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Clint Eastwood's Gran Torino: An Exercise in Self-Pity?

Gran Torino shows that, after doing considerable damage to the world, men's time of retribution has finally come. And now they want us to pity them.

Cinema-goers haven't been treated to Clint Eastwood's dulcet singing voice since he warbled " I Talk to the Trees" in Paint Your Wagon. Mr. Eastwood's latest film Gran Torino remedies that lack and offers up a swan song quite unlike any other.

Aside from the somewhat dubious pleasure of Eastwood's tuneful noodlings, Gran Torino is not a very good film. The acting lurches wildly from downright horrible to the merely confusing. The story makes no sense, and the underlying moral quandary is little more than a cartoon. The fact that it's been well reviewed makes me scratch my head a bit, but can probably be chalked up to the fact that everyone loves Clint Eastwood.

A long way from 1972

Despite its flaws, Gran Torino is interesting, mostly because of its timing. Given that the economic chaos in the U.S. barrels along, and the heart has fallen out of the automotive sector, the title character's role becomes increasingly poignant. And by title character I mean the car, not the Clint, although it is very easy to confuse the two. A man is his car, after all. In this, the 1972 Gran Torino is more than a mere symbol, it is relic of a bygone era for both men and machines. A lean, mean muscle car of the first order turns many a man weak-kneed, as does old Clint Eastwood himself. The man is a living, breathing relic, still straight and hard, despite his 78 years on the planet. But in this modern age, both man and car are dinosaurs, passing on, leaving only big footprints and hulking skeletons behind.

Clint plays Walt Kowalski, a red-blooded American of the old-school tradition, who has just lost his wife, Dorothy. The opening scene, which takes place at her funeral, lays the family dynamics. While Walt's two pudgy bovine sons and their whinging, disrespectful broods patronize the old man and place dibs on his stuff, Walt growls and scowls at the world. Even the limp reproaches of the local priest have little effect on Walt's dyspepsia.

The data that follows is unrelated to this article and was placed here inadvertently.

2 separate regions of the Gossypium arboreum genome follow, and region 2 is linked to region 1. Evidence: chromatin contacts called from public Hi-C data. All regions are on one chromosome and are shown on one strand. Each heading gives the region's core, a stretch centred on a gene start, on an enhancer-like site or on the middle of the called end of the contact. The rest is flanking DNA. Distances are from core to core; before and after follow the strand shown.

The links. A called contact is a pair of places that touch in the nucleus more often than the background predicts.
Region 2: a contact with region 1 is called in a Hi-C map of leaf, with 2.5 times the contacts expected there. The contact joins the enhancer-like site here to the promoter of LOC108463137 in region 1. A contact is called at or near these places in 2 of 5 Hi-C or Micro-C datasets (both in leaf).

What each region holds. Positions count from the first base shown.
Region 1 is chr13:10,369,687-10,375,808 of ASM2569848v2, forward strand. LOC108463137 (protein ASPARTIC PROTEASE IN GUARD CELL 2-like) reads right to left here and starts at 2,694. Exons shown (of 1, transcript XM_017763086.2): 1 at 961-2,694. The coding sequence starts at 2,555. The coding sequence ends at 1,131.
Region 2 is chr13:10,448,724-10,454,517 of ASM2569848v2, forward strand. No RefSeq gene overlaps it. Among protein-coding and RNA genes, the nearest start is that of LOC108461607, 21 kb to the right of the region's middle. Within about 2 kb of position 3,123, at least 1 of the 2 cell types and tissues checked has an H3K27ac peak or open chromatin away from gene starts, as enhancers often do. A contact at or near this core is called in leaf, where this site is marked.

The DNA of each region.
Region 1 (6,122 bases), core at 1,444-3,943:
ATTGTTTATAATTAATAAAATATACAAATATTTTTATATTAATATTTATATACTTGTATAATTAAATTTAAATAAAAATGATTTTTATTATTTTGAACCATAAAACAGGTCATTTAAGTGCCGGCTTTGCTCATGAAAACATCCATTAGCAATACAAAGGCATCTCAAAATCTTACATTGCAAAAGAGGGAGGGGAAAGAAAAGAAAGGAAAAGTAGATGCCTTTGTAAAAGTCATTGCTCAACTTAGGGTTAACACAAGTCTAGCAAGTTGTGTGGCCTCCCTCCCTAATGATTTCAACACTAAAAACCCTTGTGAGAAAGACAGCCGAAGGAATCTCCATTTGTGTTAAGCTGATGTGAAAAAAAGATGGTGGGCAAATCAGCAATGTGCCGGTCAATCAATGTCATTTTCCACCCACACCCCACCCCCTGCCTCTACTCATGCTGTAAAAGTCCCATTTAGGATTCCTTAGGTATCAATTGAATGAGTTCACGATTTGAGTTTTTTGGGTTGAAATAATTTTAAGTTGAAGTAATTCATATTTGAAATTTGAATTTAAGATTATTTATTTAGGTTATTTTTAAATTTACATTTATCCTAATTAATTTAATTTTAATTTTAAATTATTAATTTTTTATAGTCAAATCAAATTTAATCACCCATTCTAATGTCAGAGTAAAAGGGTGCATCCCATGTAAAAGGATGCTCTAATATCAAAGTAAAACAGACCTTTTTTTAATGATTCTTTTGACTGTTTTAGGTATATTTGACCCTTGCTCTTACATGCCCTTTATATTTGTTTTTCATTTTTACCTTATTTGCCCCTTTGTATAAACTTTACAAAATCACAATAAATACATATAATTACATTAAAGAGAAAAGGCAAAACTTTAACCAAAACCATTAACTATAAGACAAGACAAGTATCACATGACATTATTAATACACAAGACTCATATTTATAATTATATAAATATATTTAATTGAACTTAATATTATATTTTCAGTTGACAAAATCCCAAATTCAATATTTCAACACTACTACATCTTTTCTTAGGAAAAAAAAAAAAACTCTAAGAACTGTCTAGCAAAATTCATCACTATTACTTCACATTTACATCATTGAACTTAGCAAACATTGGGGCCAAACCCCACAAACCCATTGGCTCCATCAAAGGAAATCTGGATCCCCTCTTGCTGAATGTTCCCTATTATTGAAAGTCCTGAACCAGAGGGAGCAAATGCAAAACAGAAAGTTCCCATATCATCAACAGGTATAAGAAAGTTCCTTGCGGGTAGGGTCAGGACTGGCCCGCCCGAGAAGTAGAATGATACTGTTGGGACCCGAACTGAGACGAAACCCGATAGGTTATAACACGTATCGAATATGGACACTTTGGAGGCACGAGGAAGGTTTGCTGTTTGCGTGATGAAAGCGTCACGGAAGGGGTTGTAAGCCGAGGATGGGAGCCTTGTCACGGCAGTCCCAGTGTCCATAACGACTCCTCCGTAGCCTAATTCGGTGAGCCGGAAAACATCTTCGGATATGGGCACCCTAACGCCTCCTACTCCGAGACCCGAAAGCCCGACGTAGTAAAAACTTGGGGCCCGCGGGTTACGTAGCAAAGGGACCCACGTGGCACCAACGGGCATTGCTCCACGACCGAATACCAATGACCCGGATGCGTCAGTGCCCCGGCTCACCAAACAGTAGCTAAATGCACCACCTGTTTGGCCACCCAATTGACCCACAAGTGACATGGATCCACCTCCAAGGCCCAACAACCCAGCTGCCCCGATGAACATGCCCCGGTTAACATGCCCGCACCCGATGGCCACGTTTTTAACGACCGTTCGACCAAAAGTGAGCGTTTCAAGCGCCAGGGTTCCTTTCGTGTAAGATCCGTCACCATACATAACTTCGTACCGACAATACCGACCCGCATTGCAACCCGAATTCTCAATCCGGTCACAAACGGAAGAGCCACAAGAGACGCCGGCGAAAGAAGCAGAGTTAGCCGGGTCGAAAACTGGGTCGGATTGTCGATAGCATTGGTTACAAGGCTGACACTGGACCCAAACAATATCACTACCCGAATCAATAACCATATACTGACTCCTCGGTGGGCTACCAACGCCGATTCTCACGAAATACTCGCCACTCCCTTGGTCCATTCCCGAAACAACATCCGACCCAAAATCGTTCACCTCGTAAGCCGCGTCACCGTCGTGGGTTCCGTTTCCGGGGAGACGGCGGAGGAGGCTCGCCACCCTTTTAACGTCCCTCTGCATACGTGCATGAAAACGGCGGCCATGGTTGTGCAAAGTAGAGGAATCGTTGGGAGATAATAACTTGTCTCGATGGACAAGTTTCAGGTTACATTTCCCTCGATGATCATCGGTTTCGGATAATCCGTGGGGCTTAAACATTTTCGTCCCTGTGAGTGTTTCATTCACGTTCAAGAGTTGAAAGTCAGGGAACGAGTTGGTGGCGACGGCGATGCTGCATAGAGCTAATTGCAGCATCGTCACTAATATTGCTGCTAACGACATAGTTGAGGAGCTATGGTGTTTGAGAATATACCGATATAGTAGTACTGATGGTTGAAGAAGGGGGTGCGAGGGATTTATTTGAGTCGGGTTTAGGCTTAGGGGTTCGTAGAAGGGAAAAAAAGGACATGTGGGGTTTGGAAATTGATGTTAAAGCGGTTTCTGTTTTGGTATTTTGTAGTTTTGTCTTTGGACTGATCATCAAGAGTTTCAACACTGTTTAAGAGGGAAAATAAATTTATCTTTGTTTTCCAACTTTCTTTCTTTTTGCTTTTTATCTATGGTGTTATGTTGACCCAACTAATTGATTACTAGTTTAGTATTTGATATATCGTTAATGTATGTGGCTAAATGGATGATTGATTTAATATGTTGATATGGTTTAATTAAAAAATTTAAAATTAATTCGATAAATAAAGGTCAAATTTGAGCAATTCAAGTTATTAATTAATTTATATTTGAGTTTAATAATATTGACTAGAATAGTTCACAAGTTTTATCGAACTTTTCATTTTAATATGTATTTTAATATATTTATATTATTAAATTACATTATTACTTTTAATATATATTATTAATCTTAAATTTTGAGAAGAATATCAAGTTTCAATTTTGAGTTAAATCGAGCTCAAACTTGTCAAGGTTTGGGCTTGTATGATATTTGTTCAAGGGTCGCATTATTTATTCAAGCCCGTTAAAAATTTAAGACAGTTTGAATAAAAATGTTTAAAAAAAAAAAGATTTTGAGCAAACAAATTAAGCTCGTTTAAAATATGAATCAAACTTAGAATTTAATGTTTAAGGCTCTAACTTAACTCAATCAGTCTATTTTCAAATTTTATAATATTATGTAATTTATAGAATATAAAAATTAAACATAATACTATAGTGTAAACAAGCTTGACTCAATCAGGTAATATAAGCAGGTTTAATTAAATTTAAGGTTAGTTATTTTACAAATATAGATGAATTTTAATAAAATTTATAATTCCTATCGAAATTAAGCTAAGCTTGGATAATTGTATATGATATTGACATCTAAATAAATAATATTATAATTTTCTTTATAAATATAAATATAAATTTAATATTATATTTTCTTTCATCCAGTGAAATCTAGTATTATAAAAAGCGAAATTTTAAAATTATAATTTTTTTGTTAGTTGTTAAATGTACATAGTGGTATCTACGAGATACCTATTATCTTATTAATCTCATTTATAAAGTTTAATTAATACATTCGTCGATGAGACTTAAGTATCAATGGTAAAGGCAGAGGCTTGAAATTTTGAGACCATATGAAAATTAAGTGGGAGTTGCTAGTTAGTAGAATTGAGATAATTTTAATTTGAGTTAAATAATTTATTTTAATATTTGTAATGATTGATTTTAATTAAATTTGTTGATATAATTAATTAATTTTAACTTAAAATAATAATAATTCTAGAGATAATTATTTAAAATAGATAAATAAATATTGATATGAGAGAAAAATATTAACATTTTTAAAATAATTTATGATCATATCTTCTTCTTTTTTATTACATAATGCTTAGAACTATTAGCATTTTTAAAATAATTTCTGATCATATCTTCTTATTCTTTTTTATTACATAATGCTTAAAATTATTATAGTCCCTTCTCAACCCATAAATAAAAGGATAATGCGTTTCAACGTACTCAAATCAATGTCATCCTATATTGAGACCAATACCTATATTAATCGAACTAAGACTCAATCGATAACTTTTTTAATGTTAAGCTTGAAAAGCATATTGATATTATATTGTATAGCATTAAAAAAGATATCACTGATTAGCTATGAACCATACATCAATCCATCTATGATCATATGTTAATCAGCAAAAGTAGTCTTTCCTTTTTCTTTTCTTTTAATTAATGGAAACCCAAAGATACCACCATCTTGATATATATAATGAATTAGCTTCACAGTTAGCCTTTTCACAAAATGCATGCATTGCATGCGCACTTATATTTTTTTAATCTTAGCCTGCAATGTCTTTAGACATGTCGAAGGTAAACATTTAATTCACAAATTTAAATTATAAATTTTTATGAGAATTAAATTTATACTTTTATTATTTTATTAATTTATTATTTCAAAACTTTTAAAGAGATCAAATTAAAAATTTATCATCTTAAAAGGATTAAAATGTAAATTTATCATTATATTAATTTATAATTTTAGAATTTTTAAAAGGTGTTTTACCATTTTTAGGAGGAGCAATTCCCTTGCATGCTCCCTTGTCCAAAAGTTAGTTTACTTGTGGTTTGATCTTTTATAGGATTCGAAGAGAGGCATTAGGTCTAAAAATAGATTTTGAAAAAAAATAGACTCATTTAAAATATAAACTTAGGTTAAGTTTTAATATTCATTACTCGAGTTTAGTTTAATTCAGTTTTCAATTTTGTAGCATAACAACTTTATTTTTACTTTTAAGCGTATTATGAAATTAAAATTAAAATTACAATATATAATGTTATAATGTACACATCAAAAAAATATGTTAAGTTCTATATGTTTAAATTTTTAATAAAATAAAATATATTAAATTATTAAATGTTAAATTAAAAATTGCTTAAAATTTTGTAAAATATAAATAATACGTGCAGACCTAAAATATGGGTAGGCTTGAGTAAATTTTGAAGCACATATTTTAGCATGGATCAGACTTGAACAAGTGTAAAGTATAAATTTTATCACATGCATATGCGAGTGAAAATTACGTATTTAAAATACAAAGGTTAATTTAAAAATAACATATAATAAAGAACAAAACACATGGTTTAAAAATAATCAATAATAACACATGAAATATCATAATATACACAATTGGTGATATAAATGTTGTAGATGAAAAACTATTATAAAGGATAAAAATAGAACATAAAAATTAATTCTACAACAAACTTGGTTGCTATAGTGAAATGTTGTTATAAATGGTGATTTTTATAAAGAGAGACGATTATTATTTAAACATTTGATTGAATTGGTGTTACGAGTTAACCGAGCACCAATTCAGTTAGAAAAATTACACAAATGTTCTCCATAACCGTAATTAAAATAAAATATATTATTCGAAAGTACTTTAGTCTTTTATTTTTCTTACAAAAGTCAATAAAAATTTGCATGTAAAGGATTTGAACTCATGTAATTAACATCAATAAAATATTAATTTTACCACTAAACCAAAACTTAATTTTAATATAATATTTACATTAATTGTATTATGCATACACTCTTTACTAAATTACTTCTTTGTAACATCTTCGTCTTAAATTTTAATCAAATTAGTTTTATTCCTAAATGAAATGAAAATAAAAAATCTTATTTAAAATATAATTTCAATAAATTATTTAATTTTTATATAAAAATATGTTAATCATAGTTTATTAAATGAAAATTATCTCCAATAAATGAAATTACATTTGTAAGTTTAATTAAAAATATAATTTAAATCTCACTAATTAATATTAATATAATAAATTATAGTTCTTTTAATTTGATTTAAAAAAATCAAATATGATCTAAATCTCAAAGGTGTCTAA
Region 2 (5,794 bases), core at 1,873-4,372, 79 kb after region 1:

The old coot appears content to end his days drinking beer on the porch with his dog Daisy, complaining about the decline and fall of the neighbourhood. After working more than 50 years at the Ford plant, raising a family, and giving his life's blood to his nation that sold everything off to the Chinese, Walt has little love for the current culture. His sons repaid his efforts by turning into shallow, avaricious twits.

One son even sells foreign cars for a living -- the ultimate rebuke to the old man.


White folks have largely moved out of his Detroit neighbourhood, leaving it to the influx of Asian immigrants, who seem to lack even the most passing affinity for hammer and nails. The place is falling apart, with the exception of Walt's tiny perfect patch of lawn, presided over by garden gnomes. There is little left to live for, except the bitter pleasures of bile and beer. But as Walt sits and watches, growling every possible racial epithet under his breath, life intrudes in the form of his next door neighbours, a Hmong family with troubles of their own.

When Thao, the family's young son, falls under the predation of a local gang, it is up to Walt to rescue him, and show him the means of becoming a man. This involves stuff like tools, cars and working construction. Thao is obviously in need of an injection of testosterone, since he does everything his older sister Sue tells him to do. So too, the female-led Hmong household is in need of some elemental manliness, which Walt, gradually, grudgingly supplies. There are a few amusing set-pieces here, such as Walt introducing Thao to the correct way to speak to other manly type men; bitching about mechanics and women is always a sure bet.

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